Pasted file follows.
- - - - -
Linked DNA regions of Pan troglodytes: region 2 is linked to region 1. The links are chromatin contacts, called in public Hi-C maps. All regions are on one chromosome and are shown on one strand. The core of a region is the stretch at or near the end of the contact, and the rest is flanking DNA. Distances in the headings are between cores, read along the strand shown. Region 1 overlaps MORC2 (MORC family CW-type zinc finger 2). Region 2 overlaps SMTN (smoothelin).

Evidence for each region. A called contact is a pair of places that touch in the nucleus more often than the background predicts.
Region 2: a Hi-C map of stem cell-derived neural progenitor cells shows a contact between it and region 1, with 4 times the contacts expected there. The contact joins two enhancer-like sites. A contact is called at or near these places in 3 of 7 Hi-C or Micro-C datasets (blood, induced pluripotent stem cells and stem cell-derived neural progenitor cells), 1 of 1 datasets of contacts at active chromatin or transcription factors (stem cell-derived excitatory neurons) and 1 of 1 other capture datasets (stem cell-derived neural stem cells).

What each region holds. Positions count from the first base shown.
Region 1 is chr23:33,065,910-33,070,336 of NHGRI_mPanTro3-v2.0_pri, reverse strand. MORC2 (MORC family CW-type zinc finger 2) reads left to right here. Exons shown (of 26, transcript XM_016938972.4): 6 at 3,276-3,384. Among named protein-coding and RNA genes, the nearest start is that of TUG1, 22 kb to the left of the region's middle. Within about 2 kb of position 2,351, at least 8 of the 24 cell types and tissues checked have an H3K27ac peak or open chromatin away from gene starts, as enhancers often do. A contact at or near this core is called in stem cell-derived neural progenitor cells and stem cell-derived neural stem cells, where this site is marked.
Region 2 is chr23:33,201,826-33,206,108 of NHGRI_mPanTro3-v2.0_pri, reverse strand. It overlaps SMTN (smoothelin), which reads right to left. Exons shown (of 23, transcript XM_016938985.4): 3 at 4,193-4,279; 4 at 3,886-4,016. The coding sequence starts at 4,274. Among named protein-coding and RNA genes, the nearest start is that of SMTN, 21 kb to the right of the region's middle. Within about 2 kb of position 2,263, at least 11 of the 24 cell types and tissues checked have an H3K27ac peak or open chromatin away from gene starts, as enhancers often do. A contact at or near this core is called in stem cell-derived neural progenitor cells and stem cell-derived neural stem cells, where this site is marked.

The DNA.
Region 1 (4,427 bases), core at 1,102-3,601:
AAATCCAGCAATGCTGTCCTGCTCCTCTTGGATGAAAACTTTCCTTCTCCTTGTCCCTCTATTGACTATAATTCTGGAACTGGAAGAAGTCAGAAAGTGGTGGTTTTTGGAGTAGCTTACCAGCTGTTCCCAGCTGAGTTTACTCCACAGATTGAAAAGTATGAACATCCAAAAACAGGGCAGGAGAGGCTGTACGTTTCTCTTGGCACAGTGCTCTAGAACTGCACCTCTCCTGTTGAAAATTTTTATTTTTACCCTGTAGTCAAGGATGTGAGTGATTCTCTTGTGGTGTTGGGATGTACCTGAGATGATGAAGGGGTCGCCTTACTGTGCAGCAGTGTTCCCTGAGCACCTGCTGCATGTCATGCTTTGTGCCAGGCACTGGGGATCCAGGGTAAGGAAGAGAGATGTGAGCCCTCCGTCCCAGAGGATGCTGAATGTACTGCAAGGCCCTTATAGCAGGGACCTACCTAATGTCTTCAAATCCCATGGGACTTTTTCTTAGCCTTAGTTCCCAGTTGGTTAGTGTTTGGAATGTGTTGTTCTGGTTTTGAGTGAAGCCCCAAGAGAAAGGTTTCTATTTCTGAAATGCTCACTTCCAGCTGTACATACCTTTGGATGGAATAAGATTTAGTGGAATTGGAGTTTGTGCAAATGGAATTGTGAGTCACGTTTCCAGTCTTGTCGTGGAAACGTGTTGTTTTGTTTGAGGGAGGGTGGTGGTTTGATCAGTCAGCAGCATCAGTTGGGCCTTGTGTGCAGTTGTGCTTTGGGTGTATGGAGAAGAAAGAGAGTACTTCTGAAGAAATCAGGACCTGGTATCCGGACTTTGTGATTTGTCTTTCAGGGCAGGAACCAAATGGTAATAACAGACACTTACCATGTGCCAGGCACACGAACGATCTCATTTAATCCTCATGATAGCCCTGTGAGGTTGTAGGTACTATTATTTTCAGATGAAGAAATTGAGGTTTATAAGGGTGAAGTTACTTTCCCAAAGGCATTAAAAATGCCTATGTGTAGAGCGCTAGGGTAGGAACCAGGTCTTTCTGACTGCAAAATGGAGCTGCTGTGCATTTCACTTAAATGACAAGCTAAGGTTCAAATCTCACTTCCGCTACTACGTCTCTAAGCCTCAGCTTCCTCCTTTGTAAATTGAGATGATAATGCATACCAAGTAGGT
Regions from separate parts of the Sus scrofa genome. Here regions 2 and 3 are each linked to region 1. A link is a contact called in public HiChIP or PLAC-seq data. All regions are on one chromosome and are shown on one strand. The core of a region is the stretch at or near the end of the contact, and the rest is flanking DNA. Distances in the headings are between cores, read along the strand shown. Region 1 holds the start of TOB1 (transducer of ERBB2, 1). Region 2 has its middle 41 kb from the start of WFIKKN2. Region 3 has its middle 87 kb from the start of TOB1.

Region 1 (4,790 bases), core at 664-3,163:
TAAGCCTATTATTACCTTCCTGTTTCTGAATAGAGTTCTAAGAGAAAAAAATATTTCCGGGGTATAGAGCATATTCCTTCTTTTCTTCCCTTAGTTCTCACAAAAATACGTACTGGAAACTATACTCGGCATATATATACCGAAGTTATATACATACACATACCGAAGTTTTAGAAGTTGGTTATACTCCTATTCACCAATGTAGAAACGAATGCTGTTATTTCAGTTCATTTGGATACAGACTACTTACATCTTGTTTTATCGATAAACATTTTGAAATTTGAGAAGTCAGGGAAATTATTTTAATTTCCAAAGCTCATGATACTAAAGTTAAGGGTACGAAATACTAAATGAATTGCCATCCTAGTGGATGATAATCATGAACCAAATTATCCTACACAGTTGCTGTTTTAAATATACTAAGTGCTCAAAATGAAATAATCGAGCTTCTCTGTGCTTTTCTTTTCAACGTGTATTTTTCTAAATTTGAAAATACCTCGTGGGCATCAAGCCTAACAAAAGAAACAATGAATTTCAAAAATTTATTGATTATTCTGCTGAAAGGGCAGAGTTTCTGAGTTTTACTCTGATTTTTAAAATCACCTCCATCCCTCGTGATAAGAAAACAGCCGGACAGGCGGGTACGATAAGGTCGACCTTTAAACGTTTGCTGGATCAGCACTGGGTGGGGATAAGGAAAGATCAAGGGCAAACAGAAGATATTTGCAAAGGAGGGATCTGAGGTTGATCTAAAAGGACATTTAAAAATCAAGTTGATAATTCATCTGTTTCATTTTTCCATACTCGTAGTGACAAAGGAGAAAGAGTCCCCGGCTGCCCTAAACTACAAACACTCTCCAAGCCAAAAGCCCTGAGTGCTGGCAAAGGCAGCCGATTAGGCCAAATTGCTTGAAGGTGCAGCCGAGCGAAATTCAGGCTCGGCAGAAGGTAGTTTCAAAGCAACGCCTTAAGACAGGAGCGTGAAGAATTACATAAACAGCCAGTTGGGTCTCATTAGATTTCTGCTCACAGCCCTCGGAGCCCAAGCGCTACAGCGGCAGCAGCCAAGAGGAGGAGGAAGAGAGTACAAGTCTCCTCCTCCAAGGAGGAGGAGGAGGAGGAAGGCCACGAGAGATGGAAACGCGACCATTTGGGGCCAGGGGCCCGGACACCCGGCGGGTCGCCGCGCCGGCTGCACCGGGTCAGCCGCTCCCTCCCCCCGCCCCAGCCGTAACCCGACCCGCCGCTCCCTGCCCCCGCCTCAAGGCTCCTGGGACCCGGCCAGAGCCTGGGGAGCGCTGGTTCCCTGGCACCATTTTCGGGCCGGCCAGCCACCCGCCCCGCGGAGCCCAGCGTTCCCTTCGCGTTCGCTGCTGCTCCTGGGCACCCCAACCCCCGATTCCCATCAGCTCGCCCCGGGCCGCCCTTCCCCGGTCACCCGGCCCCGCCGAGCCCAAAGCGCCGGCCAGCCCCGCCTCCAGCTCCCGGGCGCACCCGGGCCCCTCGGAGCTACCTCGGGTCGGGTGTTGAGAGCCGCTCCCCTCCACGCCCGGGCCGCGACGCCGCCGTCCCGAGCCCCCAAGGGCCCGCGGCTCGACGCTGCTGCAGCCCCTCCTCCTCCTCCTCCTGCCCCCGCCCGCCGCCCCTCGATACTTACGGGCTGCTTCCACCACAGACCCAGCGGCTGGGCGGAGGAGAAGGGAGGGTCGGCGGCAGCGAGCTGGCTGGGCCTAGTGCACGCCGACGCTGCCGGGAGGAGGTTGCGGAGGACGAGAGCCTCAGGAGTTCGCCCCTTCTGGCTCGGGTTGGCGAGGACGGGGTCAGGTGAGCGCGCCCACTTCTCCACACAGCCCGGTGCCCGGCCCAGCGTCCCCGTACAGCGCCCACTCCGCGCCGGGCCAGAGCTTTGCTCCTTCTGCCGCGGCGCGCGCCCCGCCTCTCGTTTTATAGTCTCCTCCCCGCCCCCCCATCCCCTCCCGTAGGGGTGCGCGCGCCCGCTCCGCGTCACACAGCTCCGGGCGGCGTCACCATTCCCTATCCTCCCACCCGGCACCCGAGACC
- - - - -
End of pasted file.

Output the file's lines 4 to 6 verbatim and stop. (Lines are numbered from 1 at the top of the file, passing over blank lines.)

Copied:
What each region holds. Positions count from the first base shown.
Region 1 is chr23:33,065,910-33,070,336 of NHGRI_mPanTro3-v2.0_pri, reverse strand. MORC2 (MORC family CW-type zinc finger 2) reads left to right here. Exons shown (of 26, transcript XM_016938972.4): 6 at 3,276-3,384. Among named protein-coding and RNA genes, the nearest start is that of TUG1, 22 kb to the left of the region's middle. Within about 2 kb of position 2,351, at least 8 of the 24 cell types and tissues checked have an H3K27ac peak or open chromatin away from gene starts, as enhancers often do. A contact at or near this core is called in stem cell-derived neural progenitor cells and stem cell-derived neural stem cells, where this site is marked.
Region 2 is chr23:33,201,826-33,206,108 of NHGRI_mPanTro3-v2.0_pri, reverse strand. It overlaps SMTN (smoothelin), which reads right to left. Exons shown (of 23, transcript XM_016938985.4): 3 at 4,193-4,279; 4 at 3,886-4,016. The coding sequence starts at 4,274. Among named protein-coding and RNA genes, the nearest start is that of SMTN, 21 kb to the right of the region's middle. Within about 2 kb of position 2,263, at least 11 of the 24 cell types and tissues checked have an H3K27ac peak or open chromatin away from gene starts, as enhancers often do. A contact at or near this core is called in stem cell-derived neural progenitor cells and stem cell-derived neural stem cells, where this site is marked.